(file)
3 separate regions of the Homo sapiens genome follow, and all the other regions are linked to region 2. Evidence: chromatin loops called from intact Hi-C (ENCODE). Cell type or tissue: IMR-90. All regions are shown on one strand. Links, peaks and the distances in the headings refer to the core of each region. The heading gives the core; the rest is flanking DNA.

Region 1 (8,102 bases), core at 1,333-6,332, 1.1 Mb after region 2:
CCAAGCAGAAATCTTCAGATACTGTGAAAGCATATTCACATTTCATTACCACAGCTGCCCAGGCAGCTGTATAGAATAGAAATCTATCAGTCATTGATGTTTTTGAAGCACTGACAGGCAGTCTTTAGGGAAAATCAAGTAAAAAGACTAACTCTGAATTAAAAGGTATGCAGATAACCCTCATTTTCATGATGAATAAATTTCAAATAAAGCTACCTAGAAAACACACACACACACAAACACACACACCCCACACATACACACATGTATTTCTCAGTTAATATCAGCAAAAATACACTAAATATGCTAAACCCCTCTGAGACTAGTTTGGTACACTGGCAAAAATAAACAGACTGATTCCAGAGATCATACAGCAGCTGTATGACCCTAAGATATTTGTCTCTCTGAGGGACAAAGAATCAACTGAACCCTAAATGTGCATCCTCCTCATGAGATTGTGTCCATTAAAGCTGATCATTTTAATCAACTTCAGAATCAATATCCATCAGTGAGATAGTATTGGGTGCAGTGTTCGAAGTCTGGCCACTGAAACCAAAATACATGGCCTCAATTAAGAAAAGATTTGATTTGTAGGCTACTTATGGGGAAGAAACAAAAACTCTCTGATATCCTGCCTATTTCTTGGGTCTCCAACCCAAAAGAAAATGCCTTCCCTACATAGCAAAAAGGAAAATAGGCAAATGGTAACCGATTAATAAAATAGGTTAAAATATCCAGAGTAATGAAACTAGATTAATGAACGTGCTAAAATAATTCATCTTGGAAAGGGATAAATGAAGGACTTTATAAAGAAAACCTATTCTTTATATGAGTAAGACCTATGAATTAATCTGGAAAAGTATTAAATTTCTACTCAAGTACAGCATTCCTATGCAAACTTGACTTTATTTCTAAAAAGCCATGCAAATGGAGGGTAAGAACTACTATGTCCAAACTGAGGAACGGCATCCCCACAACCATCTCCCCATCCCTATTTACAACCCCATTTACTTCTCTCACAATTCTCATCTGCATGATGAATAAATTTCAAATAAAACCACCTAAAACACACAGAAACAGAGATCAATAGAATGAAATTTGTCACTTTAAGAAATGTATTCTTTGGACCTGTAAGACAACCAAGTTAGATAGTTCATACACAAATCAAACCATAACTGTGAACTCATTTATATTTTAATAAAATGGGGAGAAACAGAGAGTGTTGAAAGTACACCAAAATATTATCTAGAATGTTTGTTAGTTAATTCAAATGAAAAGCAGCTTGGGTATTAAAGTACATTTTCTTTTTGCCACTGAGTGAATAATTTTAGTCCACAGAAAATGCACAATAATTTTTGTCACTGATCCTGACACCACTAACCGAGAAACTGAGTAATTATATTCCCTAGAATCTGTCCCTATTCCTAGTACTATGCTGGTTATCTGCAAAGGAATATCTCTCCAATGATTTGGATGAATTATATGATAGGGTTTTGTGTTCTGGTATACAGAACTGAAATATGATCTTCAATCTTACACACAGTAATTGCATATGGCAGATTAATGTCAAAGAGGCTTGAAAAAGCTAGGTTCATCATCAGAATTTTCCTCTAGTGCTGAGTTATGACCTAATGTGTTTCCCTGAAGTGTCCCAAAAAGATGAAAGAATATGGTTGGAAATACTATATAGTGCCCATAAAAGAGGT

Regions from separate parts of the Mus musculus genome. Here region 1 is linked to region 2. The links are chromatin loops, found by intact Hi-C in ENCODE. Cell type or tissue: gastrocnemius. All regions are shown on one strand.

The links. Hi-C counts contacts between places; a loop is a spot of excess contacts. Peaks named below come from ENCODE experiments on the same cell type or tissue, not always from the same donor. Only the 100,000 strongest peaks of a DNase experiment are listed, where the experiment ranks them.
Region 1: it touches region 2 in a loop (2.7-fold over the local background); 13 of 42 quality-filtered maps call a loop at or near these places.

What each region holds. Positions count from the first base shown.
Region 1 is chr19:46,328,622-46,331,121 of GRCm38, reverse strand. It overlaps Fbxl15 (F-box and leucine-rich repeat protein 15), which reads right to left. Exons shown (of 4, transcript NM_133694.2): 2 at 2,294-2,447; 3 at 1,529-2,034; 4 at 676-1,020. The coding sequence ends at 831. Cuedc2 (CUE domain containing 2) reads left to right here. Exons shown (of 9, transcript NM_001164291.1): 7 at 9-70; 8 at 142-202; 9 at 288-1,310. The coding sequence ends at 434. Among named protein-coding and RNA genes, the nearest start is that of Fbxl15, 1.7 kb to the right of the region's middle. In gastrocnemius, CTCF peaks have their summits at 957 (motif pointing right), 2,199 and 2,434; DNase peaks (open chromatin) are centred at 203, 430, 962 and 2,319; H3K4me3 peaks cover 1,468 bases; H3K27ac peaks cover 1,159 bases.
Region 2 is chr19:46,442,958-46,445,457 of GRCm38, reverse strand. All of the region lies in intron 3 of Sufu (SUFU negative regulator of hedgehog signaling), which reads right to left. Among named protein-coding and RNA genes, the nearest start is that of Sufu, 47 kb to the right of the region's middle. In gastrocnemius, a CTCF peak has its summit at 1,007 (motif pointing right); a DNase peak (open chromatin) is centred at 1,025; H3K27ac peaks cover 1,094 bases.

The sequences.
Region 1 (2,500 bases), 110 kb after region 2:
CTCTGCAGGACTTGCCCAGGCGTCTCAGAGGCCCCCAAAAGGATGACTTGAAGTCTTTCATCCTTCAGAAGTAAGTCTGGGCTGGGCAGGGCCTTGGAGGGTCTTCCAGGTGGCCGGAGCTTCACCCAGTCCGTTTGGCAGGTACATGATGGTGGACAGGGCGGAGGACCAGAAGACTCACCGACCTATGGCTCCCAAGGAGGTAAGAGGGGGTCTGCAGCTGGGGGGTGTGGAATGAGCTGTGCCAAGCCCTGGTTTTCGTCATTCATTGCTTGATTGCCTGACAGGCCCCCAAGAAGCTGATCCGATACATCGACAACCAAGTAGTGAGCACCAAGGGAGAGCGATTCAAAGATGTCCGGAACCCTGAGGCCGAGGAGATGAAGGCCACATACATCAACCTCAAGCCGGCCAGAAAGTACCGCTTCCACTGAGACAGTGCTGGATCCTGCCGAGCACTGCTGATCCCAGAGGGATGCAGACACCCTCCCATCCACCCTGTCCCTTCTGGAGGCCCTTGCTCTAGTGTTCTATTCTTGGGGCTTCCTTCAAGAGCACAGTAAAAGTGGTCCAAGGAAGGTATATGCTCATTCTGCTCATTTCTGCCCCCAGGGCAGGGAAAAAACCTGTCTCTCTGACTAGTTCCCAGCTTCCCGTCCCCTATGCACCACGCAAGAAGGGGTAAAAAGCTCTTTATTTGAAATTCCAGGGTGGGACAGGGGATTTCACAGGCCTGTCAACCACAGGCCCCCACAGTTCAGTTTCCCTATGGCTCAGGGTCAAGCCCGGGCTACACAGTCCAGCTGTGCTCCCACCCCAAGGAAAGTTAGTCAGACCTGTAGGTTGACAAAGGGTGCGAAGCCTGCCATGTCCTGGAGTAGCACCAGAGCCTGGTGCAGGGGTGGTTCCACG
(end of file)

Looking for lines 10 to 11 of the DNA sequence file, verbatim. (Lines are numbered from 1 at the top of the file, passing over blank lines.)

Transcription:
The sequences.
Region 1 (2,500 bases), 110 kb after region 2: